THE COLOMBIAN CONNECTION.


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William S. Wilson
Posted: Mar 24 2012, 06:34 PM


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QUOTE (Bob Cashill @ Nov 2 2005, 09:05 AM)
DEMON SEED (1977). Another one from the WB vaults, which I remember seeing on NBC's Saturday Night at the Movies, no doubt heavily edited. The restored Panavision framing is a revelation even if the film itself bites off more than it can chew in 94 minutes. Another outstanding score, too (Jerry Fielding) and not as distateful as I feared given that it's another addition to the canon of rape-happy 70s movies, with a 2001 gloss and Julie Christie really giving her all in what had to be an uncomfortable part. Donald Cammell is another unpredictable talent missed.

Watched this one today for the first time and really enjoyed it. The film is far superior to its shocking plot reputation ("computer rapes woman") with Cammell getting almost existential on the audience. It is the type of film that I'm shocked that Hollywood hasn't remade yet as the scenario could work even better today. And a remake might be able to patch a few of this versions plot holes (like husband Fritz Weaver not checking up on his wife for 30 days or his missing assistant). Reading up on the Dean Koontz source novel, he apparently re-released the book 24 years later with the same plot, but completely rewritten. Interesting.

http://en.wikipedia.org/wiki/Demon_Seed_(novel)


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Mark Tinta
Posted: Mar 24 2012, 06:44 PM


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QUOTE (William S. Wilson @ Mar 25 2012, 12:34 AM)
And a remake might be able to patch a few of this versions plot holes (like husband Fritz Weaver not checking up on his wife for 30 days or his missing assistant).


Or Julie Christie being married to Fritz Weaver


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William S. Wilson
Posted: Mar 24 2012, 07:15 PM


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QUOTE (Mark Tinta @ Mar 24 2012, 06:44 PM)
QUOTE (William S. Wilson @ Mar 25 2012, 12:34 AM)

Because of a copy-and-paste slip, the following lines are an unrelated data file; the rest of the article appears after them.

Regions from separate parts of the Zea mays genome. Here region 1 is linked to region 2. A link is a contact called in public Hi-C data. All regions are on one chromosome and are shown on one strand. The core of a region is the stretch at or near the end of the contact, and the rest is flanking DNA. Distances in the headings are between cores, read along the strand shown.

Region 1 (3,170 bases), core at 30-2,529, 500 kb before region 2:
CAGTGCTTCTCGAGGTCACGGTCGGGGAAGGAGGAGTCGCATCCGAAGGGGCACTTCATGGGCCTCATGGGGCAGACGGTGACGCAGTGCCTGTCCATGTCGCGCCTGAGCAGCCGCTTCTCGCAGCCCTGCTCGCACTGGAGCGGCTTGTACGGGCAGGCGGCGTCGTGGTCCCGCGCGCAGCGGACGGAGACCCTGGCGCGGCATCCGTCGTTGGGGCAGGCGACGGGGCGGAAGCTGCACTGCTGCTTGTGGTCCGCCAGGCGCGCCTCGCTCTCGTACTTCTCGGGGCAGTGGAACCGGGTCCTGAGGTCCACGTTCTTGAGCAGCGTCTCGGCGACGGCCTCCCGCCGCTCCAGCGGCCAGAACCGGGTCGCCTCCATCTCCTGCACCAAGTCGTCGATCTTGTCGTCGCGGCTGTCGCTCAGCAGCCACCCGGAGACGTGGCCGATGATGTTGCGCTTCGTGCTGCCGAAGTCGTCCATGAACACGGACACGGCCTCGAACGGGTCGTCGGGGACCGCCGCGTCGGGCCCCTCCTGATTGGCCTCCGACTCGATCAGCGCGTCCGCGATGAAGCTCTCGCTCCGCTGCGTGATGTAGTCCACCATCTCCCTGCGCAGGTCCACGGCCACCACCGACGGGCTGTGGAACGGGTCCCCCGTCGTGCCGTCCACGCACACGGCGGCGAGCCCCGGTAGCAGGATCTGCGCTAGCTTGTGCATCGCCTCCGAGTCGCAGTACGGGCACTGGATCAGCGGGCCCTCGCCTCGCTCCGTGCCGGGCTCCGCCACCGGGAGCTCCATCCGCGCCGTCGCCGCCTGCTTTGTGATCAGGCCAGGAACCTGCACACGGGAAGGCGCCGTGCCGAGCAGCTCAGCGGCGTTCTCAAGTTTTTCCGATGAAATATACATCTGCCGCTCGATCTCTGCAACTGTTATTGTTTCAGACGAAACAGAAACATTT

And a remake might be able to patch a few of this versions plot holes (like husband Fritz Weaver not checking up on his wife for 30 days or his missing assistant).


Or Julie Christie being married to Fritz Weaver

Hey, sophisticated ladies dig binary code.


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Mark Tinta
Posted: Mar 28 2012, 08:55 PM


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MAN ON FIRE (1987) - I saw it was airing on HBO a few nights ago and felt a curious urge to take another look at the Scott Glenn version. Yep...still not good.


MAN ON FIRE (1987)


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Marty McKee
Posted: Mar 28 2012, 09:44 PM


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QUOTE (Mark Tinta @ Mar 28 2012, 08:55 PM)
MAN ON FIRE (1987) - I saw it was airing on HBO a few nights ago and felt a curious urge to take another look at the Scott Glenn version. Yep...still not good.


MAN ON FIRE (1987)

Yeah, not that good. Too talky and arty. I think Glenn is pretty good in it though. It's always good to see Brooke Adams.


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William S. Wilson
Posted: Mar 30 2012, 12:00 PM


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THE PHOENIX TEAM (1980) - This opens with a Government official being killed during a pheasant hunt in Essex, England, with the assassin mentioning something to his victim about Section D. Cut to Ontario, Canada and David Brook (Don Francks), former Canadian Intelligence field operative turned desk jockey, is on his way to work when he sees his boss Mr. Mason kidnapped off the street by his own people. Wait a sec, Canada has a counterintelligence division? Anyway, curious Brook inquires with his mysterious superior The General (Mavor Moore), who converses only via video screen, and is told Mason was a double agent for the Soviets. For some reason this doesn’t sit right with Brook and he begins to investigate. Aiding him in his quest is old flame Valerie Koester (Elizabeth Shepherd), a MI6 agent who has flown over from London on her own to investigate Section D. She also drops a bomb on Brook by saying, “Mason killed my father.” Duhn-duhn-duhhhhhhhhnnnnnn! So our not-too-super spooks decide the best course of action is to kidnap Mason back (he is being held in a public hospital!) and figure out what in the hell Section D really is.